Exploring the Intersection of Technology with Health: mHealth

Exploring the Intersection of Technology with Health: mHealth

The powerful combination of wireless technologies and use of mobile has revamped the face of health service delivery across the globe.

This revolution can be attributed to a powerful combination of factors – the continued growth in the numbers of mobile phone usage across the globe, rapid advances in mobile technologies and mobile applications and a drastic rise in new opportunities for the integration of mobile health into healthcare services.

What is mobile health?

According to the Centers for Disease Control and Prevention (CDC), mHealth or mobile health is a term used to describe the practice of using mobile technologies – mobile phones, text messaging services or applications – to support public health and medicine. The ease of access and mobility provided by the use of mobile technology offers immense opportunities for the healthcare industry to address one of the most pressing global challenges: making healthcare more accessible, faster, better and cheaper.

The ACA has put patients at the center of healthcare services. The concept of patient-centric healthcare, “care anywhere” is evolving and now the patient’s well-being along with high-quality healthcare services have become the defining factors for treatment and operational policies. Patient-centric healthcare is largely dependent on advanced digital technologies. The Americans are “always on” the Internet, whether on laptops, smartphones or tablets. Digital, therefore, connects patients, healthcare providers and payers with access to the tools that can help rationalize a healthcare system that is based on the patient-centric approach. Easily accessible, scientifically correct and accurate information empowers patients to become better-educated about their diseases/conditions, learn about the correct ways to improve their overall health, find the best practitioners and factor costs into their decision-making. Healthcare providers can have access into the patient-mind-sets through various digital technologies, Internet and social media platforms. This can help them make informed decisions that are tailored to patient needs.

The mHealth universe

Mobile technologies include the following:

Mobile websites

With the proliferation of mobile devices with advanced web-browsing capability, users now seek an optimized experience on their devices. It’s quite obvious that users won’t return to a website if it doesn’t load properly on their mobile devices.

A mobile website is one that has been optimized for mobile viewing. Mobile-friendly healthcare business websites promise high-level service efficiency to customers in the mobile segment.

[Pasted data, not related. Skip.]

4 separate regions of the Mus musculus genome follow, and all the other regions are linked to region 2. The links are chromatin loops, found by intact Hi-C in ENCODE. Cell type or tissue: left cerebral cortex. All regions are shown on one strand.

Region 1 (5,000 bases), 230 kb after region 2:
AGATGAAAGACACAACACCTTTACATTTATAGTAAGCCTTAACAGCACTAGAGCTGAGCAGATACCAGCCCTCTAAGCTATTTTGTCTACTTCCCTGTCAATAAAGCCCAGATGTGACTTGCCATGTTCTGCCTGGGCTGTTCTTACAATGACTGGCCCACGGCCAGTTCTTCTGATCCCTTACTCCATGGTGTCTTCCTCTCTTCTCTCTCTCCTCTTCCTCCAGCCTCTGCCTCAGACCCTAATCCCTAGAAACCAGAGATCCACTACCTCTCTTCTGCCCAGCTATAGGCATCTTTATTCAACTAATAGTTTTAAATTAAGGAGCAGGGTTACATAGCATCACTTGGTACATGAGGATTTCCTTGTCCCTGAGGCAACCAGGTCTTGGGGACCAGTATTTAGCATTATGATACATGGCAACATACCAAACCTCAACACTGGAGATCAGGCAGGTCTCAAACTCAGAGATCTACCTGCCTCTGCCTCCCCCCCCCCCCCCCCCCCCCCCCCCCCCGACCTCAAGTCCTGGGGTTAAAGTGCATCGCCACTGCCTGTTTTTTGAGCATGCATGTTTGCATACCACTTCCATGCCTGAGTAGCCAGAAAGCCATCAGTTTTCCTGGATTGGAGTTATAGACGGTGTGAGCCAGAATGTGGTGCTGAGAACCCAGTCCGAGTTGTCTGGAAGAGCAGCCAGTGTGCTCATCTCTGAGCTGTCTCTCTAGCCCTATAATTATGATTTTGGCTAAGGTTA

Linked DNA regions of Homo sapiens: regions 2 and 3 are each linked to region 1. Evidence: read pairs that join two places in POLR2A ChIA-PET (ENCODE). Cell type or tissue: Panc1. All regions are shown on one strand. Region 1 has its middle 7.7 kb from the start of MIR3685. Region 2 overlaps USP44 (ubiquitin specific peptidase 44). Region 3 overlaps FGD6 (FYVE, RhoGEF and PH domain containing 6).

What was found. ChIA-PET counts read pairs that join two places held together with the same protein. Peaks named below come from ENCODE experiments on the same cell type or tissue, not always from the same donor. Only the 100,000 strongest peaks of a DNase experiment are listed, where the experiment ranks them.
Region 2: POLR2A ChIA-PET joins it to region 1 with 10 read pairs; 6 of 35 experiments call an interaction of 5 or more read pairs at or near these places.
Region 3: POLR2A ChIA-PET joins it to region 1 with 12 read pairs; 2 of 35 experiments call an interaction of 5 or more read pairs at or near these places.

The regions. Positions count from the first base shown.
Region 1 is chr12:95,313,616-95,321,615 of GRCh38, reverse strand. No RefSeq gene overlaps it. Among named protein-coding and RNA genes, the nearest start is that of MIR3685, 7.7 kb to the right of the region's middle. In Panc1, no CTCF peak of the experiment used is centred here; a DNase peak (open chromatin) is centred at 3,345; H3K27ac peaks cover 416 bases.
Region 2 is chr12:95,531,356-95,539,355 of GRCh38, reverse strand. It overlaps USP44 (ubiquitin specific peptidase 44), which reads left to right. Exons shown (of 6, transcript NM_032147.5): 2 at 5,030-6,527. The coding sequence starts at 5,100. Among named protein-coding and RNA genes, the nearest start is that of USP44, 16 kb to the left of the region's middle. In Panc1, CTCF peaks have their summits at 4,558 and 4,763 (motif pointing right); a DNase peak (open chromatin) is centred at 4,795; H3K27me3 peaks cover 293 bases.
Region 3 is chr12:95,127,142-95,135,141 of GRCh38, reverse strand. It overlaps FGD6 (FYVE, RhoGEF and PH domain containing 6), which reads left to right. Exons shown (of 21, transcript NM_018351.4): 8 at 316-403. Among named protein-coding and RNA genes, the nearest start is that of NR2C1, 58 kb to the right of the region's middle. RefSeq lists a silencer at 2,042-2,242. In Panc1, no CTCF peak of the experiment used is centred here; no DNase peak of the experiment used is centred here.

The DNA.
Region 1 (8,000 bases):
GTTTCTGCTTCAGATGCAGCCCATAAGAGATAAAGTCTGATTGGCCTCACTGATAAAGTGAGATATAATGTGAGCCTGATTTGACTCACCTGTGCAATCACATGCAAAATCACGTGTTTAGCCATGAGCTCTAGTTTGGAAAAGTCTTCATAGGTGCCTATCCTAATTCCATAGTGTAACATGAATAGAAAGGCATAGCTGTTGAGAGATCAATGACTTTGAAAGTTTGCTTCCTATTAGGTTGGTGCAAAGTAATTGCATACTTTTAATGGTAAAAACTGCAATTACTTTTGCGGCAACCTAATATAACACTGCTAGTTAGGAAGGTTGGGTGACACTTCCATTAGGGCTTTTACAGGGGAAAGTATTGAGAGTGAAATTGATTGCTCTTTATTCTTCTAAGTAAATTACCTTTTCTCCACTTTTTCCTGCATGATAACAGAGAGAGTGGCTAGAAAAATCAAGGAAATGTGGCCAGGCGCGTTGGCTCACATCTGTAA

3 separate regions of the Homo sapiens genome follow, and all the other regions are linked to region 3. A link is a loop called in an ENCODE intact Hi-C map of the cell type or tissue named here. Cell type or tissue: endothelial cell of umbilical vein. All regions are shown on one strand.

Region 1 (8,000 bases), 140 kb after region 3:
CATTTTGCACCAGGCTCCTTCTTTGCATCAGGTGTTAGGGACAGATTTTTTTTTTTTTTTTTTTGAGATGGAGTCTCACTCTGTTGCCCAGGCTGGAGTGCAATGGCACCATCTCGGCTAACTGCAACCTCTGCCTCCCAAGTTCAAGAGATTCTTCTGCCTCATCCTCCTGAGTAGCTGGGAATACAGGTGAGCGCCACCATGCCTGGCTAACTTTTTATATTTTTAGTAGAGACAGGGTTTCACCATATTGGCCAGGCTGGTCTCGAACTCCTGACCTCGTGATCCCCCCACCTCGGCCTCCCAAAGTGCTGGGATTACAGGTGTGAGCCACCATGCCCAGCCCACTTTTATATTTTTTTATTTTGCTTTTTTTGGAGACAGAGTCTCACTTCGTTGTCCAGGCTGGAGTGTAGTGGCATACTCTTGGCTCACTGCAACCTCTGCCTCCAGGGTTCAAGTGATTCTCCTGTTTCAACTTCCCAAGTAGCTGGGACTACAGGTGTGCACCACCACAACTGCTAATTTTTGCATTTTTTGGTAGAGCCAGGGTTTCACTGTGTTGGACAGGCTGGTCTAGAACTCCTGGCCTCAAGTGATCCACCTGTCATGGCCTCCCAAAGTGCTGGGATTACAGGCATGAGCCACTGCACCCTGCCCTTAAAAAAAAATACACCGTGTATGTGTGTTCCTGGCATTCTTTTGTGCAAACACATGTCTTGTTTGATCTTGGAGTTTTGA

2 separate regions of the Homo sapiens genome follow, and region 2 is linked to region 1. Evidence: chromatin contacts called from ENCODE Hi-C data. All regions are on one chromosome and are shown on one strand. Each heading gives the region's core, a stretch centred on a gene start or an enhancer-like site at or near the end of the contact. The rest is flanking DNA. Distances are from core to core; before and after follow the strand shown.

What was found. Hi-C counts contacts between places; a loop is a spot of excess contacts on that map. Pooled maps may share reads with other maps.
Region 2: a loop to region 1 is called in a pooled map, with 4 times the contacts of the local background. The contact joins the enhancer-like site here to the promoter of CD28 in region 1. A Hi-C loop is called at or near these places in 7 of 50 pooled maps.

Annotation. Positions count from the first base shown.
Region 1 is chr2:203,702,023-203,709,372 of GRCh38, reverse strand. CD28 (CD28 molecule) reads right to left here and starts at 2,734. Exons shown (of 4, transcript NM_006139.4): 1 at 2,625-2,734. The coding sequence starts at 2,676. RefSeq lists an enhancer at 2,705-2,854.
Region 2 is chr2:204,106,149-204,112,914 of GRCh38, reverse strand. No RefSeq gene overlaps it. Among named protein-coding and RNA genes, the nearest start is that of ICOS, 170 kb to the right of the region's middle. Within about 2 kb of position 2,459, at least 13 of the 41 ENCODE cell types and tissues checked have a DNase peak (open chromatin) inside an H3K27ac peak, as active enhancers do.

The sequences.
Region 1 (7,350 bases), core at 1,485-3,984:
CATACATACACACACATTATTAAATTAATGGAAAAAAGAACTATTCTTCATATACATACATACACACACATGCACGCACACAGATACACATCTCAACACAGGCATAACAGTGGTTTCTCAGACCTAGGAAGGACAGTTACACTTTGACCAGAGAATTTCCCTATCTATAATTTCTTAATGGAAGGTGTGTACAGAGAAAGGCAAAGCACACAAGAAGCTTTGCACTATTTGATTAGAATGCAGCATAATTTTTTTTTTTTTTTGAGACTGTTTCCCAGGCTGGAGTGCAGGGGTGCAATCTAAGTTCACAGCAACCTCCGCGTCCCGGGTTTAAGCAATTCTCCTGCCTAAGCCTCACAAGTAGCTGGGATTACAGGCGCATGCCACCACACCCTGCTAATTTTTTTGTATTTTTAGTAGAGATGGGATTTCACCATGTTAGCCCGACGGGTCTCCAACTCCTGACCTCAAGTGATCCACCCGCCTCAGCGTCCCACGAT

Take the first step to protect your online reputation and request your Online Reputation Assessment.

Stat watch

Statistics have proved that in the present-day digital scenario, mobile phones have superseded desktop Internet usage. The percentage of people using mobile phones at different times is:

  • 61 percent while at home
  • 27 percent at work
  • 23 percent while visiting friends or family at home
  • 20 percent while out of town
  • 16 percent while in a doctor’s office

(Source: Google Think)

Downloadable applications

Medical applications have evolved as useful tools in the practice of medicine at the point of care, in addition to their use in mobile clinical communication. They allow HCPs to make rapid decisions, enhance the quality of data management and accessibility and increase practice efficiency and knowledge.

Healthcare professionals can use medical devices and apps for many purposes, most of which can be grouped under five broad categories:

  • Administration
  • Health record maintenance and access
  • Communications and consulting
  • Reference and information gathering
  • Medical education

Per a PWC report on “Emerging mHealth,” mobile applications and services can include, among other things, remote patient monitors, video conferencing, online consultations, personal healthcare devices, wireless access to patient records and prescriptions. There is a diverse set of stakeholders of mHealth that include patients and patient advocacy groups; healthcare professionals (doctors, dentists, physiotherapists, nurses and other professionals); institutions where patient care is provided (hospitals, clinics and others); pharmaceutical, biopharma and medical device companies; technology companies (devices, applications, software, infrastructure, data analytics and others); telecommunication services providers; NGOs; regulators; and policymakers.

The US Food and Drug Administration (FDA) estimates that roughly 500 million people globally are already using personal healthcare ‘apps’ (mobile software applications). This number is predicted to grow rapidly to over 1 billion by 2018. mHealth has the potential to benefit society by providing many benefits as it can reduce the costs of providing healthcare, assist in improving and maintaining the quality of care and can help reach patients in even the most remote locations. By using mHealth, practices can enhance productivity, reduce failure-to-respond rates drastically, increase information access and expand communication channels with patients and potential patients.

Leave a Reply

Your email address will not be published. Required fields are marked *

You may use these HTML tags and attributes: <a href="" title=""> <abbr title=""> <acronym title=""> <b> <blockquote cite=""> <cite> <code> <del datetime=""> <em> <i> <q cite=""> <s> <strike> <strong>

Related Post